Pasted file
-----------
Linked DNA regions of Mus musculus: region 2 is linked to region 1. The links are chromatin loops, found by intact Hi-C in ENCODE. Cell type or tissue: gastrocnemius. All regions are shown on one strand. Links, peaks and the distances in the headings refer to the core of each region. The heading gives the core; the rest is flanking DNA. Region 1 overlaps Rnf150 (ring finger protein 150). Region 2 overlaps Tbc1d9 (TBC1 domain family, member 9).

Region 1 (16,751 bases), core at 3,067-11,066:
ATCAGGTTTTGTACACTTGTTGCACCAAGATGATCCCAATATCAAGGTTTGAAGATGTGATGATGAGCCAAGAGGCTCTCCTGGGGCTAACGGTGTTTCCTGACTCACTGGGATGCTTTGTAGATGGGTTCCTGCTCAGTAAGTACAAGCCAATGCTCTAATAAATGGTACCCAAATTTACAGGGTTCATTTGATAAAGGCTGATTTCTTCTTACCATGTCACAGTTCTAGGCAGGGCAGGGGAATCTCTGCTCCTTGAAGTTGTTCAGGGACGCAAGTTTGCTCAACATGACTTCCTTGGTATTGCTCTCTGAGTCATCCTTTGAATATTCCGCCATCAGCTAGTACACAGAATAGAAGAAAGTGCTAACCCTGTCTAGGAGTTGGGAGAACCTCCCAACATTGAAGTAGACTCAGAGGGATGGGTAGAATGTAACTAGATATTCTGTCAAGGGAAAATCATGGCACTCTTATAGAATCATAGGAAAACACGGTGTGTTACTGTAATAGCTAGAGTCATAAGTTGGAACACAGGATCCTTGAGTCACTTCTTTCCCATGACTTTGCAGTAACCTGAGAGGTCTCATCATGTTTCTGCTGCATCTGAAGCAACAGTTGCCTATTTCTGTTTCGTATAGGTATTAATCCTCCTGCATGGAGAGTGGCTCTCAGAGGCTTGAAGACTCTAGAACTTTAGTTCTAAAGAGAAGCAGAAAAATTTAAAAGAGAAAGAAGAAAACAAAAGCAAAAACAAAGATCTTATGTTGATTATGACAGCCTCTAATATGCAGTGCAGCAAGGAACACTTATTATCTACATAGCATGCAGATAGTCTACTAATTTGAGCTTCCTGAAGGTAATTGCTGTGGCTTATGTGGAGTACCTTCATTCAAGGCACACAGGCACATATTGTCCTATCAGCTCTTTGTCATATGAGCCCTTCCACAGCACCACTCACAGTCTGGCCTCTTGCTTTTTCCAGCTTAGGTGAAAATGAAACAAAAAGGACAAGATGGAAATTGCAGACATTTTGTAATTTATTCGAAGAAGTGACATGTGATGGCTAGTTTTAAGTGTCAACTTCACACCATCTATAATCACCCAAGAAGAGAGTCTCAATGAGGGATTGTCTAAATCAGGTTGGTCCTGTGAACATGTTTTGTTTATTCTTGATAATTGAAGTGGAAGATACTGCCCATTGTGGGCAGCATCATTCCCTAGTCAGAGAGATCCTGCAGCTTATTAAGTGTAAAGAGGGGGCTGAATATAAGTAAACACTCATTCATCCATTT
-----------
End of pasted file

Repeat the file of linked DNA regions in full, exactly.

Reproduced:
Linked DNA regions of Mus musculus: region 2 is linked to region 1. The links are chromatin loops, found by intact Hi-C in ENCODE. Cell type or tissue: gastrocnemius. All regions are shown on one strand. Links, peaks and the distances in the headings refer to the core of each region. The heading gives the core; the rest is flanking DNA. Region 1 overlaps Rnf150 (ring finger protein 150). Region 2 overlaps Tbc1d9 (TBC1 domain family, member 9).

Region 1 (16,751 bases), core at 3,067-11,066:
ATCAGGTTTTGTACACTTGTTGCACCAAGATGATCCCAATATCAAGGTTTGAAGATGTGATGATGAGCCAAGAGGCTCTCCTGGGGCTAACGGTGTTTCCTGACTCACTGGGATGCTTTGTAGATGGGTTCCTGCTCAGTAAGTACAAGCCAATGCTCTAATAAATGGTACCCAAATTTACAGGGTTCATTTGATAAAGGCTGATTTCTTCTTACCATGTCACAGTTCTAGGCAGGGCAGGGGAATCTCTGCTCCTTGAAGTTGTTCAGGGACGCAAGTTTGCTCAACATGACTTCCTTGGTATTGCTCTCTGAGTCATCCTTTGAATATTCCGCCATCAGCTAGTACACAGAATAGAAGAAAGTGCTAACCCTGTCTAGGAGTTGGGAGAACCTCCCAACATTGAAGTAGACTCAGAGGGATGGGTAGAATGTAACTAGATATTCTGTCAAGGGAAAATCATGGCACTCTTATAGAATCATAGGAAAACACGGTGTGTTACTGTAATAGCTAGAGTCATAAGTTGGAACACAGGATCCTTGAGTCACTTCTTTCCCATGACTTTGCAGTAACCTGAGAGGTCTCATCATGTTTCTGCTGCATCTGAAGCAACAGTTGCCTATTTCTGTTTCGTATAGGTATTAATCCTCCTGCATGGAGAGTGGCTCTCAGAGGCTTGAAGACTCTAGAACTTTAGTTCTAAAGAGAAGCAGAAAAATTTAAAAGAGAAAGAAGAAAACAAAAGCAAAAACAAAGATCTTATGTTGATTATGACAGCCTCTAATATGCAGTGCAGCAAGGAACACTTATTATCTACATAGCATGCAGATAGTCTACTAATTTGAGCTTCCTGAAGGTAATTGCTGTGGCTTATGTGGAGTACCTTCATTCAAGGCACACAGGCACATATTGTCCTATCAGCTCTTTGTCATATGAGCCCTTCCACAGCACCACTCACAGTCTGGCCTCTTGCTTTTTCCAGCTTAGGTGAAAATGAAACAAAAAGGACAAGATGGAAATTGCAGACATTTTGTAATTTATTCGAAGAAGTGACATGTGATGGCTAGTTTTAAGTGTCAACTTCACACCATCTATAATCACCCAAGAAGAGAGTCTCAATGAGGGATTGTCTAAATCAGGTTGGTCCTGTGAACATGTTTTGTTTATTCTTGATAATTGAAGTGGAAGATACTGCCCATTGTGGGCAGCATCATTCCCTAGTCAGAGAGATCCTGCAGCTTATTAAGTGTAAAGAGGGGGCTGAATATAAGTAAACACTCATTCATCCATTT